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White Wings Vol I. Fifty Years Of Sail In The New Zealand Trade, 1850 TO 1900

The Dunedin

page 148

The Dunedin.

First Ship to Carry Frozen Meat—Missing in 1890.

the Dunedin was one of Duncan's beautiful iron ships, built to the order of Patrick Henderson in 1874. She was a vessel of 1250 tons, and was specially designed for the carrying of immigrants. She traded mainly to Dunedin, completing twelve voyages to Port Chalmers, also three to Auckland, and two to Lyttelton; and none of her runs out exceeded 100 days. Her last visit to the Dominion was in 1889, and after discharging her outward cargo she sailed on March 19, 1890, for London with frozen meat and wool, but never reached
the Dunedin At Port Chalmers.

the Dunedin At Port Chalmers.

her destination. She was then barque rigged, and when sailing from Oamaru had a crew of thirty-four, with Captain Roberts in command. The ship was spoken once before reaching Cape Horn, and was never heard of afterwards. She was supposed to have foundered during a storm or have been sunk by icebergs, so frequently met with in the vicinity of Cape Horn.

Captain Whitson brought the Dunedin out on her maiden voyage to Lyttelton, making a good run of 88 days—port to port. The following year he brought the ship to Auckland in 94 days. Captain Whitson was a skilled and popular sailor. He commanded the Dunedin from 1874 until 1886, when he was succeeded by Captain Roberts.

the Dunedin had the distinction of being the first ship to carry frozen meat from New Zealand to London. This was in February, 1882, when the ship was owned by the Shaw, Savill and Albion Company. She was chartered by the New Zealand and Australian Land Company for the purpose of sending a trial shipment to Britain. The ship was fitted with a freezing plant, there being no refrigerating plant works then in the colony, and the meat was frozen on board. Matters did not work very smoothly at first, as the freezing plant was thrown out of action through the crank shaft breaking, and loading operations had to be suspended while a new shaft was made at Dunedin. At the time 1500 carcases were on board, and these had to be sold locally, so it fell to Dunedin residents to be the first consumers of New Zealand frozen meat. After repairs were effected the vessel resumed loading, and altogether she shipped 4311 carcases of mutton, 598 of lamb, some pigs and 2200 sheep tongues, which were divided among five shippers, of which the New Zealand andpage 149 Australian Land Company was the principal.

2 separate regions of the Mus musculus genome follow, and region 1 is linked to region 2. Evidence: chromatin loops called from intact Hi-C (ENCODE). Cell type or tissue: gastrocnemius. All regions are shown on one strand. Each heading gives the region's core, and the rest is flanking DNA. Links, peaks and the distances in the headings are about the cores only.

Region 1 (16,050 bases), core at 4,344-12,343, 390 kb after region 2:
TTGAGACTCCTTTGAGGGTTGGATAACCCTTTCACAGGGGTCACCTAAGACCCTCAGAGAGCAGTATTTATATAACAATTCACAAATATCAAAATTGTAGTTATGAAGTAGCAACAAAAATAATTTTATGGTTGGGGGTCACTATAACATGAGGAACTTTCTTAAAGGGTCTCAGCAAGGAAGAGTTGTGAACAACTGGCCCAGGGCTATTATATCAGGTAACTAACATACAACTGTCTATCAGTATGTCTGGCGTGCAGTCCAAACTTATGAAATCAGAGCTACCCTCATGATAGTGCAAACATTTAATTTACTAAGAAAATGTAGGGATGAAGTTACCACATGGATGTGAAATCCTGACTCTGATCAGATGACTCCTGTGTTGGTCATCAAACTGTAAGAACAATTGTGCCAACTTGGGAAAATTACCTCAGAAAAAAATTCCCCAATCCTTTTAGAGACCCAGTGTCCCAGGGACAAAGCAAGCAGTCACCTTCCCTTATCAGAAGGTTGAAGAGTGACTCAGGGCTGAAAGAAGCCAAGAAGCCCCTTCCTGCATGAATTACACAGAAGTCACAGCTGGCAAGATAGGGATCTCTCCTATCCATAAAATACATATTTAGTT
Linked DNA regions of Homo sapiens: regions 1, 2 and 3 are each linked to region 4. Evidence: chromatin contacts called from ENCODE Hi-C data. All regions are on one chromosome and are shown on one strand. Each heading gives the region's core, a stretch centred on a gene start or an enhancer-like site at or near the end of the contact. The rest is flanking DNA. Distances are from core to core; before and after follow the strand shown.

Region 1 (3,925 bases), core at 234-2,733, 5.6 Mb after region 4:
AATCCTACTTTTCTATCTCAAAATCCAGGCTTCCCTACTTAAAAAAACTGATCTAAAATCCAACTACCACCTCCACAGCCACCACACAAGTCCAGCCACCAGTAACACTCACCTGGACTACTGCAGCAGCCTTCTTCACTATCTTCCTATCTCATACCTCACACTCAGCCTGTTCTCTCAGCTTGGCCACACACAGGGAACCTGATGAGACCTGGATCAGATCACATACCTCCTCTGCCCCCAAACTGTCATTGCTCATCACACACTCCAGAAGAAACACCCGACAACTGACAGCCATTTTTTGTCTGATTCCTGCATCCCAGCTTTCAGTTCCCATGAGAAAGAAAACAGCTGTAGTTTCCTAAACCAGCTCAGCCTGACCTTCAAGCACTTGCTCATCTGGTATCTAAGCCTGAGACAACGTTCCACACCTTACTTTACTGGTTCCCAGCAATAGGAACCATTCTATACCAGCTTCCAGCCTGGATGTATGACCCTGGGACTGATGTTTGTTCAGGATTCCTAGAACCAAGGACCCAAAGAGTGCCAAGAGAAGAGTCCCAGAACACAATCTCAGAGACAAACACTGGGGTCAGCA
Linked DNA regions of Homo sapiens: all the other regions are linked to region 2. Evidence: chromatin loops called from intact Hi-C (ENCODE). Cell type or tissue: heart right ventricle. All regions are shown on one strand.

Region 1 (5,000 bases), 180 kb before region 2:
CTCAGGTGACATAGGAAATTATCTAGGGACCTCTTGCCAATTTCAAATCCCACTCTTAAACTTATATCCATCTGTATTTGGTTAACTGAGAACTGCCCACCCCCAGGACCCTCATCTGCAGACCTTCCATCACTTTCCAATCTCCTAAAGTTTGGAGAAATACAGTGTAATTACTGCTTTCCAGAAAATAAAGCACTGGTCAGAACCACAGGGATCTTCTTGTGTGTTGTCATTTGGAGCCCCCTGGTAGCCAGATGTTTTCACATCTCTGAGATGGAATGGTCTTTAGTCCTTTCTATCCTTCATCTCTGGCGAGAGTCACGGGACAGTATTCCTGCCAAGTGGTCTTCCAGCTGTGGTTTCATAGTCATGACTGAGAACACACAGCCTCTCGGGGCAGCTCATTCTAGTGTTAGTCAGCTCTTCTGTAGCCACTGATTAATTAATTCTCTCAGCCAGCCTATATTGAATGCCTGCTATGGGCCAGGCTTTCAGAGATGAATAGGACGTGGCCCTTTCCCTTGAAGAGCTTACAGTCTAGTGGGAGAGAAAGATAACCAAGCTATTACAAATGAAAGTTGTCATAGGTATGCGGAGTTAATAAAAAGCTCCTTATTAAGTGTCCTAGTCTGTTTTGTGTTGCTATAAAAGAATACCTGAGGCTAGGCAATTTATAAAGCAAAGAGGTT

the Dunedin finally sailed from Port Chalmers on February 15, 1882, and reported off the Lizard on May 18. The cargo arrived in London in excellent condition, mainly, it was stated, owing to the care and attention given by Captain Whitson. The New Zealand Land Company chartered the Dunedin for nine other voyages, making ten consecutive passages in all. The ship practically died in harness, being lost in 1890 and no trace of her ever being found.

The rate of freight on frozen cargoes in 1882 was 2½d per 1b, which included the freezing of carcases on board ship. This process was necessary until freezing works were established in the colony. The result of the sale in London was considered most satisfactory, the mutton averaging 6½d a pound.

Here follow the record of passages to New Zealand:—

To Auckland.
Sailed. Arrived. Captain. Days.
Feb. 13 May 18, '75 Whitson 94
Nov. 18, '87 Feb. 8, '88 Roberts 81
Oct. 7, '88 Jan. 5, '89 Roberts 90
To Lyttelton.
Apr. 6 JUlY 3, '74 Whitson 88
Oct. 23, '86 Jan. 14, '87 Roberts 83
To Dunedin.
Sailed. Arrived. Captain. Days.
Aug. 27 Nov. 19, '76 Whitson 82
July 30 Nov. 1, '77 Whitson 93
Aug. 23 Nov. 16, '78 Whitson 86
Aug. 29 Dec. 6, '79 Whitson 90
Land to land 79
Aug. 26 Nov. 25, '80 Whitson 89
Aug. 24 Nov. 27, '81 Whitson 95
Aug. 23 Nov. 11, '82 Whitson 79
Land to land 75
June 11 Aug. 30, '83 Whitson 80
Land to land 75
Mar. 9 June 14, '84 Whitson 97
Jan. 13 Apr. 3, '85 Whitson 80
Nov. 26, '85 Mar. 1, '86 Whitson 94
Sep. 27 Dec. 31, '89 Roberts 95

Another smart vessel bearing the same name traded to New Zealand in the fifties. She was a small barque of 208 tons. She made her first voyage to Port Chalmers in 1856, under the command of Captain McNeur. The vessel arrived on January 23 after a remarkable passage for so small a vessel, of 84 days, port to port, bringing 25 passengers and a general cargo. This was the fastest passage made by any ship from England at that date. The following year the Dunedin arrived at Dunedin on April 18, the passage occupying 97 days.